GSPD director leaves after five years of service

Students share ways Stephanie Calley has impacted their time in GSPD.


Rebecca Mitchell/THE CHIMES

Rebecca Mitchell, Managing Editor

“Steph is such a gracious leader that understands that we’re all on this journey,” said Adeline Ting, Global Students Programming & Developmentadministrative assistant and alumna.

Stephanie Calley, director of GSPD, is leaving her role of five years with a legacy of praise from GSPD students.

“She really like helps me to figure out my strength and my weaknesses,” said Suwei Yung, sophomore cinema and media arts major.

Throughout her time, Calley has fostered growth in students. Next fall, Calley will officially transition out of her position while also continuing her Ph.D. program at Biola in intercultural education.

“I also feel like wherever I go in the future I have a much better perspective on how to encourage people to bring who they are and to not minimize who God has made them to be. I hope that that translates into me being able to be a light in dark places,” Calley said. “I feel like the students have taught me that so much.”


Although Calley felt the Lord specifically spoke to her in February or March about a new season, the three graduate assistants stepping in next year have been trained for at least a year, according to Calley. The graduate assistants—Ph.D. student EK Park, senior psychology major Athaliah Sigamoney and senior studio arts major Laura Webster—will play the role of coordinators and student care. With their deep understanding of the program, Calley believes GSPD will run well without her.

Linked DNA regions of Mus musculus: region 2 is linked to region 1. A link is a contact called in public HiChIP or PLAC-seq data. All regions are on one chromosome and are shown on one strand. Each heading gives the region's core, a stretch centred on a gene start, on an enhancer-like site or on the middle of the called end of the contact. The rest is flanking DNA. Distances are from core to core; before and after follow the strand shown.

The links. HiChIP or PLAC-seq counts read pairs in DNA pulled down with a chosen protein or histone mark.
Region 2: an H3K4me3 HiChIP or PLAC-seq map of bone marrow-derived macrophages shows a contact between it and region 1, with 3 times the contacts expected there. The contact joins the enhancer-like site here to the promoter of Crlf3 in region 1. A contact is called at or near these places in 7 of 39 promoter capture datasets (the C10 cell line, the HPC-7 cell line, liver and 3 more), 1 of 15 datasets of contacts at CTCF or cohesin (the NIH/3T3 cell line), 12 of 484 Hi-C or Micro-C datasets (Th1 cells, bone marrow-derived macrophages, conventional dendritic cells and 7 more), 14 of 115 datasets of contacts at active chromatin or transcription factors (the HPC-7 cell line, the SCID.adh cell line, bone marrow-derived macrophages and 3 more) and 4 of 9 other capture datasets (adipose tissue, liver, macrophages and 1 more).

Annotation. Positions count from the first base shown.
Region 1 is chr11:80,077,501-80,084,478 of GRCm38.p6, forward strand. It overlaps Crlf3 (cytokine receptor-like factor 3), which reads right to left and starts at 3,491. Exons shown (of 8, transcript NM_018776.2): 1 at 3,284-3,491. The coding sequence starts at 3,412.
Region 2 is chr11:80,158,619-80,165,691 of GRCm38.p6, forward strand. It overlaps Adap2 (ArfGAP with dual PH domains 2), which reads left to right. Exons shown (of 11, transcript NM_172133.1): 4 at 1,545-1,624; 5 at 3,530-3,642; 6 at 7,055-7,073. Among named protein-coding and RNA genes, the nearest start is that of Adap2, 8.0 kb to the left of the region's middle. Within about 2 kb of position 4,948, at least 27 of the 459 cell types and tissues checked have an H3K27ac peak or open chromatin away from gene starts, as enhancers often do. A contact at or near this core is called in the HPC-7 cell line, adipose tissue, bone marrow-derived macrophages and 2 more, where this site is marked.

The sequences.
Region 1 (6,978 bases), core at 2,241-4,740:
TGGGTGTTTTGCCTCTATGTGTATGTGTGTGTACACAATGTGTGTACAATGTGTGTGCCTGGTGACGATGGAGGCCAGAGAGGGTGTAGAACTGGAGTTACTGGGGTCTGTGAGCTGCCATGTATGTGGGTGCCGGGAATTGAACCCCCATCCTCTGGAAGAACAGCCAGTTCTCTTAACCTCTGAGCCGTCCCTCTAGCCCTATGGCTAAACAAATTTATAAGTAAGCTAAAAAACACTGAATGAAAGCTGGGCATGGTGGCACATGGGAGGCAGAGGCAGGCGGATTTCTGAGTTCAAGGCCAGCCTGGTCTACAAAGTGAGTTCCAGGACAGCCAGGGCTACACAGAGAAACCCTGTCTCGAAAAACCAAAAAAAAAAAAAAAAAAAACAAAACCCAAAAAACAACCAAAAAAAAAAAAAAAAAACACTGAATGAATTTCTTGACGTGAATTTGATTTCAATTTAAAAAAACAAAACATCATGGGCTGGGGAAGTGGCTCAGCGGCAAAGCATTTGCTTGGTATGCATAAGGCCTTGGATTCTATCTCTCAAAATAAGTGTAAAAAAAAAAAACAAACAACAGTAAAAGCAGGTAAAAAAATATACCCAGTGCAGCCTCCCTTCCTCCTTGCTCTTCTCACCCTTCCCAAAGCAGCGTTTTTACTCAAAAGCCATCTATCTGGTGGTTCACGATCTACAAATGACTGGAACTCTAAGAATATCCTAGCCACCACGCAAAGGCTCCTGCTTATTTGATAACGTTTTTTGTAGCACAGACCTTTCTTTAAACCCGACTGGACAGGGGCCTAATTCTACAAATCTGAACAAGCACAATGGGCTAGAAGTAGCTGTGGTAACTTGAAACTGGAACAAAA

While Calley transitions out of the program, students shared what they have learned from her including leadership skills, being an encouragement and simply getting to know others. Atalyia received mentorship and wisdom in many different areas, including conflict resolution.

“Honestly, Steph has been the voice of reason a lot of times, and I think that part of leading an intercultural team is that there’s often a lot of conflict and a lot of having to work through those differences and understanding how they are to be celebrated and also how they affected the way we work,” Sigamoney said.


Sophomore kinesiology major Maureka Santos also sees Calley’s strengths in the way she interacts with students.

“The interactions that I have had, the way that she sees people’s strengths is so amazing, like something that I wish I could do better,” Santos said. “And the way that she encourages people and she has fun with them and she jokes around with them, but it’s also very serious in the sense that she truly cares for these people.”

With Calley’s personal interaction style ranging from fun to serious, students, including sophomore biochemistry major Boyden Myers, have also been able to get to know her on a personal level.

“I kind of view her as like an aunt figure because she’s there whenever we, I would need her,” Myers said. “I have met up with her a few times and was just able to just talk through some things I’ve been going through. She’s just really intentional about getting to know us and just being there.”

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